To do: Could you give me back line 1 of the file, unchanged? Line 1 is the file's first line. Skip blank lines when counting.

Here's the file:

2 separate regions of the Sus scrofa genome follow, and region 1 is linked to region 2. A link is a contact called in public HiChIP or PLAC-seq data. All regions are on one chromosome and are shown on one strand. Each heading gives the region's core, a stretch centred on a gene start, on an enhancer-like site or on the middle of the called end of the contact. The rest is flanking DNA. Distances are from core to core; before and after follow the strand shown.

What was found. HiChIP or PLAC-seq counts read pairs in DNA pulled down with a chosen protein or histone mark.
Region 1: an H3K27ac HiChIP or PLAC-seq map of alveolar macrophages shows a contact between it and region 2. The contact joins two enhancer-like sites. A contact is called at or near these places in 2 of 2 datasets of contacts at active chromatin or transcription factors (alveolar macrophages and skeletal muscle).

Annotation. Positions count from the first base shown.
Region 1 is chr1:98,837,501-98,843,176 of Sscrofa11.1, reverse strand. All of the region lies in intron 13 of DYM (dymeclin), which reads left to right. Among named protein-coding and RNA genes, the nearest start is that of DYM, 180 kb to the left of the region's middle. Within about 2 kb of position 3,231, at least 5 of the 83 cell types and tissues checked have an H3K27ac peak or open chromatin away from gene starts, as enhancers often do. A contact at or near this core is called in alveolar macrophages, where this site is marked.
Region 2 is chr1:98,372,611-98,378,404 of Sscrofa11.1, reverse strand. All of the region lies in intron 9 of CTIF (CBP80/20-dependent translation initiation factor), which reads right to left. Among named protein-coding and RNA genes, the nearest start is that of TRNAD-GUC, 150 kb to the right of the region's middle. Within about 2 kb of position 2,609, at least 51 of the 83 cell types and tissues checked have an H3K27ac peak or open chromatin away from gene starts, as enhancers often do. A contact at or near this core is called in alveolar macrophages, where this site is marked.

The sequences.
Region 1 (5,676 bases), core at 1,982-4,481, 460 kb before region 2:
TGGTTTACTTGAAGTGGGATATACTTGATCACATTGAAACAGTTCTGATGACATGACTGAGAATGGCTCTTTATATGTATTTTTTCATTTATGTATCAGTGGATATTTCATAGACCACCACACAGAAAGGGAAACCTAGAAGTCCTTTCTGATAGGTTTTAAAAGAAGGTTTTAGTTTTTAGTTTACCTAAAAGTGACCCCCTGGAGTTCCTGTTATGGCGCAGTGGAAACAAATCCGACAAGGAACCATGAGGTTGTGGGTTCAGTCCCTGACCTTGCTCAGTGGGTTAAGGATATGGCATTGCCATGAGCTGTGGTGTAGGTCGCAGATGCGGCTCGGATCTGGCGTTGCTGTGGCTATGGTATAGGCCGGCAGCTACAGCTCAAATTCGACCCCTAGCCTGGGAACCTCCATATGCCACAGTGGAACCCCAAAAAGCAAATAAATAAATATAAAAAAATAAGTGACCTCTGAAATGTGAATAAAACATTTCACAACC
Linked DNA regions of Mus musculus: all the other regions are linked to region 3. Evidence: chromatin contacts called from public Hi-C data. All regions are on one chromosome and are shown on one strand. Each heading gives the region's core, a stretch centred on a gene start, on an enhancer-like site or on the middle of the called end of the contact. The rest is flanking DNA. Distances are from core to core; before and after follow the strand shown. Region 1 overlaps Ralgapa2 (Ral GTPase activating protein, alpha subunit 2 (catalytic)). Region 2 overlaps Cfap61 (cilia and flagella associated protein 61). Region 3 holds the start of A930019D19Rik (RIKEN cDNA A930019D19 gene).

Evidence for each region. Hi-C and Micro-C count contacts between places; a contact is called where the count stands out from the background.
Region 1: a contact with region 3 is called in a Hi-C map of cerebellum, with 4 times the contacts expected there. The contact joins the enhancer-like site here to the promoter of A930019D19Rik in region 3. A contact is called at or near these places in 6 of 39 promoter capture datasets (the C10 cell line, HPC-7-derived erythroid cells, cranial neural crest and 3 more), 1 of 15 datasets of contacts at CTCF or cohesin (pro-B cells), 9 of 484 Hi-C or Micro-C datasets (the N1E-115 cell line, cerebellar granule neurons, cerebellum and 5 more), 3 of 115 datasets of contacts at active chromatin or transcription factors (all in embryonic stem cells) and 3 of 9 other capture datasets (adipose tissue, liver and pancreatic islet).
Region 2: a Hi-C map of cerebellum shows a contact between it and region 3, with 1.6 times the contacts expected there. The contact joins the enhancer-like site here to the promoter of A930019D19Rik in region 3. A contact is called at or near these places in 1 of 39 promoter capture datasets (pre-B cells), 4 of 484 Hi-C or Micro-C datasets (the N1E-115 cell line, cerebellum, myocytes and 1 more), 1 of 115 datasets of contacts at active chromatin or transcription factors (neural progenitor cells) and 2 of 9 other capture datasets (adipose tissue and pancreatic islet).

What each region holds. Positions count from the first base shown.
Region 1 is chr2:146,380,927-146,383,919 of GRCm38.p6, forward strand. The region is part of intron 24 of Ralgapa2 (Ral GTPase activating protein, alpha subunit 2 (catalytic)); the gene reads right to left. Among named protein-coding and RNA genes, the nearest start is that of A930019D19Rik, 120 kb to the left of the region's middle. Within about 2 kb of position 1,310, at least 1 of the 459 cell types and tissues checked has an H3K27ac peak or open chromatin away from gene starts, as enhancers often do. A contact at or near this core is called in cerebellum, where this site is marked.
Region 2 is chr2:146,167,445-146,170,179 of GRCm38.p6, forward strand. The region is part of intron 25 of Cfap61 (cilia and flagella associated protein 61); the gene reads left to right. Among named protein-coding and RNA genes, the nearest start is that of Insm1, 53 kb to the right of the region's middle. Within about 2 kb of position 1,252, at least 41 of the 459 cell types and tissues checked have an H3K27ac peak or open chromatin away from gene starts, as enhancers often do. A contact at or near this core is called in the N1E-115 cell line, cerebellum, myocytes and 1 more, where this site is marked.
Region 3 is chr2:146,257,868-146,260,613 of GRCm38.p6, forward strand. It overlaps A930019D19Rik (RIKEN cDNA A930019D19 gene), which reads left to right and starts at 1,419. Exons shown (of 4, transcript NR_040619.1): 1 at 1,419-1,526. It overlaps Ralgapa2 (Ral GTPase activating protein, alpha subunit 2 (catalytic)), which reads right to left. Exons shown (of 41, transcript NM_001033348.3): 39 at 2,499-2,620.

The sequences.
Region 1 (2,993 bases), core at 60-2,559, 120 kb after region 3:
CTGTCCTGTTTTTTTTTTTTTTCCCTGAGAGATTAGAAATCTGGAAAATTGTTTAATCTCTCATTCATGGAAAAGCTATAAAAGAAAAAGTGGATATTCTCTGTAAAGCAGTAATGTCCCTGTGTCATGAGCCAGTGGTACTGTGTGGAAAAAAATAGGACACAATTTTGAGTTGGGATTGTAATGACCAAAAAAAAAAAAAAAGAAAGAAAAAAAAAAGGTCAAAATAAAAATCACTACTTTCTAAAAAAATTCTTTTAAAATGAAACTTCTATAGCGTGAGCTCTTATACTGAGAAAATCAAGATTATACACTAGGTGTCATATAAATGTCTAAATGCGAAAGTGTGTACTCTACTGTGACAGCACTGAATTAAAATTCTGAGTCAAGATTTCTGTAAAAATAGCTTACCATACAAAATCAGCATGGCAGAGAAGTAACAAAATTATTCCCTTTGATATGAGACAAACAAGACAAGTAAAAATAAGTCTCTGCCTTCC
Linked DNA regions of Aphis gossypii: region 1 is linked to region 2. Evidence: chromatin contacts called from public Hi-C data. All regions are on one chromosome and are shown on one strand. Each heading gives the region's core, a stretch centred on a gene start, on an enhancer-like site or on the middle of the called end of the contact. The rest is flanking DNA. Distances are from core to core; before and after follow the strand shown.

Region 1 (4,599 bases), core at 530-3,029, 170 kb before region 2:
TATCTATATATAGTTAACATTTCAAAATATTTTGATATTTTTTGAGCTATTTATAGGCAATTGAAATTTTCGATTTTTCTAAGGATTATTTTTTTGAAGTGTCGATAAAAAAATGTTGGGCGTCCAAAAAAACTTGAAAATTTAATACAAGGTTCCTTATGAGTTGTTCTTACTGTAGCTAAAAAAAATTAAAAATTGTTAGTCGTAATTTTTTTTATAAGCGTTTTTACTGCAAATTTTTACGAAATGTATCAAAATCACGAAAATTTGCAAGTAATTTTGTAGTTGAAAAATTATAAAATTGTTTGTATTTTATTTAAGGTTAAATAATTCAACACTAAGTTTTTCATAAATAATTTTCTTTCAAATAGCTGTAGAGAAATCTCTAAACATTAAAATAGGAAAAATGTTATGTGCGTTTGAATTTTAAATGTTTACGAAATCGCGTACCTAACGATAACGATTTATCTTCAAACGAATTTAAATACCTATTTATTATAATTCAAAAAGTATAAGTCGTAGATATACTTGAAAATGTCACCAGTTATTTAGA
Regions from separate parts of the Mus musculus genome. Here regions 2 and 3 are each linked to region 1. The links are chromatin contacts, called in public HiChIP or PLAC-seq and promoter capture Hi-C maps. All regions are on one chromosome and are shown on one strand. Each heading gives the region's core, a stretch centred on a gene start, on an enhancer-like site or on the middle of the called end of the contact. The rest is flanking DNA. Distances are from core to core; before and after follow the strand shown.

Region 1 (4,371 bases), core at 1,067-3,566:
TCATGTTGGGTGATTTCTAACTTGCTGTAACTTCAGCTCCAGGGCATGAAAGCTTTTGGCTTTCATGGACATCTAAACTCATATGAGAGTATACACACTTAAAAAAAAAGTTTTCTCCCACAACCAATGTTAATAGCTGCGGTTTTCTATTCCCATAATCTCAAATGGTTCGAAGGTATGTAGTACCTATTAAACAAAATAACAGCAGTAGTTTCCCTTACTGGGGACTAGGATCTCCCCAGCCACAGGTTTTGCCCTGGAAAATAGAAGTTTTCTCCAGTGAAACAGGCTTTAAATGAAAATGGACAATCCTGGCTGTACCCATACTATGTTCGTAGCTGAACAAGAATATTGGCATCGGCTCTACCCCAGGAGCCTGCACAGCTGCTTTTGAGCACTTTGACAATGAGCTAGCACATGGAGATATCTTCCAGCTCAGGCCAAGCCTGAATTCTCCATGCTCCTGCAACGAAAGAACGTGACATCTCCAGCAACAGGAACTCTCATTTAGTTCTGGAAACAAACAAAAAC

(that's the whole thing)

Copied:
2 separate regions of the Sus scrofa genome follow, and region 1 is linked to region 2. A link is a contact called in public HiChIP or PLAC-seq data. All regions are on one chromosome and are shown on one strand. Each heading gives the region's core, a stretch centred on a gene start, on an enhancer-like site or on the middle of the called end of the contact. The rest is flanking DNA. Distances are from core to core; before and after follow the strand shown.